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RODEO THEME: Founder Sheri Smith, center, poses with members of her Warriors and Rodeo nonprofit, which serves military veterans and first responders. She says many young vets get into rodeo.
Photo provided by Warriors and Rodeo
RODEO THEME: Founder Sheri Smith, center, poses with members of her Warriors and Rodeo nonprofit, which serves military veterans and first responders. She says many young vets get into rodeo.

Business Spotlight: Not On Her Watch

Nonprofit started by a sports agent and Navy veteran helps former military return to civilian life

Posted online

A locally based nonprofit is going to war against depression and stress disorders among military veterans and first responders. The offensive attack is through generosity and appreciation.

“We take care of those who take care of us,” says Sheri Smith, founder of Warriors and Rodeo.

Smith started WAR in fall 2014 as a small program under her SmithPRO LLC agency, and it organized as a 501(c)(3) charity a year later. She’s a professional sports agent with a niche in the rodeo industry and also a Navy veteran.

“I felt an obligation to take my skills and connections in the rodeo industry and give them back to those who would die for my freedom,” Smith says.

The organization’s goal is straight forward: to help military veterans transition to civilian life. Often, that involves working through post-traumatic stress disorder but also reconnecting with family members.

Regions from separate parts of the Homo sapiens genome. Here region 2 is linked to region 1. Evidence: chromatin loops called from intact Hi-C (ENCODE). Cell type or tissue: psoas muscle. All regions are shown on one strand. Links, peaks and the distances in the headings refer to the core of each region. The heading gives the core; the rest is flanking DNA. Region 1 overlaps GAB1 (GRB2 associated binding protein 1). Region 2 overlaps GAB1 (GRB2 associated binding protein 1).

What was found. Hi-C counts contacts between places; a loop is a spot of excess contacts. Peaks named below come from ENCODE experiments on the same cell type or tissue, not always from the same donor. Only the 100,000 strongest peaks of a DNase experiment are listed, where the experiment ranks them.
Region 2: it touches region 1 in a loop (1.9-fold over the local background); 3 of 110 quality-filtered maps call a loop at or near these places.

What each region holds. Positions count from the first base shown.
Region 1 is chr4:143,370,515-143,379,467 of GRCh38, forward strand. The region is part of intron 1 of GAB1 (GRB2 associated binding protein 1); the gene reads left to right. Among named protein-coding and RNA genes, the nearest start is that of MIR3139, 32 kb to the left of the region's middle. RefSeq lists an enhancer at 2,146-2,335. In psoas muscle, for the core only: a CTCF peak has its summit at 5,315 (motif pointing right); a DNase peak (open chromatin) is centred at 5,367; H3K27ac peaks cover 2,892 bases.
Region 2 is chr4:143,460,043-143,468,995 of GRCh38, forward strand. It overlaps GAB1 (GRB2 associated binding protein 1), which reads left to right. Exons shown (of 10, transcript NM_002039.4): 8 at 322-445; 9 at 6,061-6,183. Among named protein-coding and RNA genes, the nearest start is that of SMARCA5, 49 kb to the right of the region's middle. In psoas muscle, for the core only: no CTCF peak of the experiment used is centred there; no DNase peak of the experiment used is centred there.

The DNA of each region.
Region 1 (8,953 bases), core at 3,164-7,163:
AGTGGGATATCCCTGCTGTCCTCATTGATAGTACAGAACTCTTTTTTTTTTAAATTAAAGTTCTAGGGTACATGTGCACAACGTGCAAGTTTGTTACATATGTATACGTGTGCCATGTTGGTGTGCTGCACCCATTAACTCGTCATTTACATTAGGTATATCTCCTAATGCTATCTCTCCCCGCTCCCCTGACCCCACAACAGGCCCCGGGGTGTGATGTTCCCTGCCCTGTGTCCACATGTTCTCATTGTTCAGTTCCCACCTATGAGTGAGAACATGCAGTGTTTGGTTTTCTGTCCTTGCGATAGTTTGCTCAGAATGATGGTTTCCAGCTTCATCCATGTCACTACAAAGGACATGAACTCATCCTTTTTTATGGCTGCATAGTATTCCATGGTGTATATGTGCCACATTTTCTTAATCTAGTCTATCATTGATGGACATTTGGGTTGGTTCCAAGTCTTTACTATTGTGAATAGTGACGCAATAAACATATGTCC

For Smith and her team of about 60 volunteers nationwide – there’s not a single paid staffer – the rodeo is an avenue to reach veterans. WAR serves 190 members, the majority in the rodeo industry and others in ranching and professional sports photography. She’s learned many veterans get into bull riding upon returning home.

“Their goal is not to be a world champion. Many do rodeo for PTSD,” Smith says. “It’s an adrenaline rush.”

An Army veteran she works with says the only time his mind rests is on the back of a bull.

“That is his quiet place,” Smith says. “It is a huge help for PTSD. Many of them still need an adrenaline rush. They have that in the arena. Many say that rodeo is what keeps them balanced.”

Operating from the Smith residence south of Ava, the mission is split into two areas: Operation Not On My Watch, which works to reduce veterans’ suicide rates, and Operation Not Forgotten, which delivers care packages to veterans and some active duty service members and first responders.

“The suicide rate of our military and first responders is unacceptable,” Smith says.

In mid-2016, the Department of Veterans Affairs released the nation’s largest analysis of veteran suicide, reviewing 55 million records between 1979 and 2014. The findings indicated an average of 20 veterans a day died from suicide in that time. And the risk of suicide is 21 percent greater for veterans than adult civilians.

Smith says WAR’s suicide prevention education and accountability program has saved the lives of 14 people.